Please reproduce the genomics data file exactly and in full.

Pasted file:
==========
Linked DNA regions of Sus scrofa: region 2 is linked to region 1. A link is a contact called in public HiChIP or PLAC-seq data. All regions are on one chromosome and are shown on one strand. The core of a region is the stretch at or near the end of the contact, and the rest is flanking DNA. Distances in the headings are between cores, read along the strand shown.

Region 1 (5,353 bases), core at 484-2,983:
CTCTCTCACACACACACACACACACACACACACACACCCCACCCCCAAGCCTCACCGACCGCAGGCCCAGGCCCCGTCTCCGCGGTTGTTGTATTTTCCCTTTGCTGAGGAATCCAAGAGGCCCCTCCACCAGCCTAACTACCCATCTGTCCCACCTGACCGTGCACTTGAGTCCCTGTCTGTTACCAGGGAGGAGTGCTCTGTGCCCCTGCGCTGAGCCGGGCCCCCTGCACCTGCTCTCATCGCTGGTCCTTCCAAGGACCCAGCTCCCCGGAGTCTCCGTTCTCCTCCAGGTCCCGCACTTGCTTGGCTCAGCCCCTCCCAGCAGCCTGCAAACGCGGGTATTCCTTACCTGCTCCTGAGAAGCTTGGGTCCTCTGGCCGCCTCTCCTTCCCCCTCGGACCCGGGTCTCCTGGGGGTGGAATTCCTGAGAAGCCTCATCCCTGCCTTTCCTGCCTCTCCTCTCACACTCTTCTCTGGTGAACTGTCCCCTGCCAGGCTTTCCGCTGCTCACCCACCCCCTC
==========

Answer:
Linked DNA regions of Sus scrofa: region 2 is linked to region 1. A link is a contact called in public HiChIP or PLAC-seq data. All regions are on one chromosome and are shown on one strand. The core of a region is the stretch at or near the end of the contact, and the rest is flanking DNA. Distances in the headings are between cores, read along the strand shown.

Region 1 (5,353 bases), core at 484-2,983:
CTCTCTCACACACACACACACACACACACACACACACCCCACCCCCAAGCCTCACCGACCGCAGGCCCAGGCCCCGTCTCCGCGGTTGTTGTATTTTCCCTTTGCTGAGGAATCCAAGAGGCCCCTCCACCAGCCTAACTACCCATCTGTCCCACCTGACCGTGCACTTGAGTCCCTGTCTGTTACCAGGGAGGAGTGCTCTGTGCCCCTGCGCTGAGCCGGGCCCCCTGCACCTGCTCTCATCGCTGGTCCTTCCAAGGACCCAGCTCCCCGGAGTCTCCGTTCTCCTCCAGGTCCCGCACTTGCTTGGCTCAGCCCCTCCCAGCAGCCTGCAAACGCGGGTATTCCTTACCTGCTCCTGAGAAGCTTGGGTCCTCTGGCCGCCTCTCCTTCCCCCTCGGACCCGGGTCTCCTGGGGGTGGAATTCCTGAGAAGCCTCATCCCTGCCTTTCCTGCCTCTCCTCTCACACTCTTCTCTGGTGAACTGTCCCCTGCCAGGCTTTCCGCTGCTCACCCACCCCCTC